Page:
Two and a half years after they made their chart debut, and with no fewer than eight top 40 singles to their name, The Jam upped the ante on 3 November 1979, as Paul Weller delivered one of his most incisive lyrics to date. ‘The Eton Rifles’ entered the UK charts, and within a week had become their first UK top ten hit.
The song was written by Weller about the cadet corps of Eton College, the English public school, and was an example of the working-class rage that his songs often expressed against the British social system. Former British Prime Minister David Cameron was at the school at the time the song was released, and was asked about it by The Guardian newspaper in 2011.
“I went to Eton in 1979, which was the time when The Jam, The Clash, The Sex Pistols were producing some amazing music and everyone liked the song because of the title,” Cameron replied. “But of course I understood what it was about. It was taking the mick [making fun] out of people running around the cadet force. And he was poking a stick at us.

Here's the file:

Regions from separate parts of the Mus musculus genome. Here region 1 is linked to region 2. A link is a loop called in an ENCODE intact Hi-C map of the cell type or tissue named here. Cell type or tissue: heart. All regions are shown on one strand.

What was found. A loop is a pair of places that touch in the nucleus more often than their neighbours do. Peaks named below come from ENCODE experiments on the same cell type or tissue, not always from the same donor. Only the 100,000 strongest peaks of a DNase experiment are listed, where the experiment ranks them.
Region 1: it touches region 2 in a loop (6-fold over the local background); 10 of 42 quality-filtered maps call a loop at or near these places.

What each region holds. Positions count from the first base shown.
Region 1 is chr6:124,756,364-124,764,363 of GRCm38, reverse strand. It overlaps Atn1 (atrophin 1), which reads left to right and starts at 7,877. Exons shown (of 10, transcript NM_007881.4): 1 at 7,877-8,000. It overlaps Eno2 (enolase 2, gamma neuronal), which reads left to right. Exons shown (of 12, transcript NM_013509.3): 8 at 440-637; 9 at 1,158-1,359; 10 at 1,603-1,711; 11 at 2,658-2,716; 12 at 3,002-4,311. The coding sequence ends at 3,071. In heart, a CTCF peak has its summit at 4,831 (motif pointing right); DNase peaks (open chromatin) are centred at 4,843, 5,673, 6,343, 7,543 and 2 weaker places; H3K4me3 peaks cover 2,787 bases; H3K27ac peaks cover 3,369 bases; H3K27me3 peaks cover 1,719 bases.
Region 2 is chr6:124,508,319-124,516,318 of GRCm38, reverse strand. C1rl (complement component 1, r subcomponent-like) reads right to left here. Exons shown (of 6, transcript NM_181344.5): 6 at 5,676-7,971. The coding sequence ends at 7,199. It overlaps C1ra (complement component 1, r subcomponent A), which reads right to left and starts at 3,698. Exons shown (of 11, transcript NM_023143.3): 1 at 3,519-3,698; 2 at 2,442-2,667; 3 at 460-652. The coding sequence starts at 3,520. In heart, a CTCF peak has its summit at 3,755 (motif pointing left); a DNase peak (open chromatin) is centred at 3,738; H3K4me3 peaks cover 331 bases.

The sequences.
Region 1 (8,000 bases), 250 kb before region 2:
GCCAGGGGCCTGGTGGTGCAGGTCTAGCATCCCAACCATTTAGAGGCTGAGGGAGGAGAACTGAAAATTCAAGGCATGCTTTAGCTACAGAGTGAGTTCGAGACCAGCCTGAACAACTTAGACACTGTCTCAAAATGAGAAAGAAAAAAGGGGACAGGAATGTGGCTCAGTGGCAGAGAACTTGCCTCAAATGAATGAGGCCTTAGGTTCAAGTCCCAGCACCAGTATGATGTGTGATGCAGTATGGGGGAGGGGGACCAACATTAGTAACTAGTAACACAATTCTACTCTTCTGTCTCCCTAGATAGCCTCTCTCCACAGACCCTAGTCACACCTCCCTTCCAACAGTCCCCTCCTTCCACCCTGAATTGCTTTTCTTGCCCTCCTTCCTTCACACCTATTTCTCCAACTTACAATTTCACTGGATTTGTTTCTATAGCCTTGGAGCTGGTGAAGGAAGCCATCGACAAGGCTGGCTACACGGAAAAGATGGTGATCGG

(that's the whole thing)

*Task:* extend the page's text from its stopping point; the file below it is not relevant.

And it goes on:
“But it was a great song with brilliant lyrics. I’ve always thought that if you can only like music if you agree with the political views of the person who wrote it, well, it’d be rather limiting.”
‘The Eton Rifles’ entered the chart at No. 29, the second highest new entry of the week behind the Specials’ ‘A Message To You Rudy.’ Seven days later, it raced to No. 7, then to No. 4, peaking at No. 3 on the 24 November chart. The song was on The Jam’s fourth studio album Setting Sons, which arrived in mid-November and debuted, and peaked, at No. 4, their best ranking to that point.
‘The Eton Rifles’ is on Setting Sons, which can be bought here.
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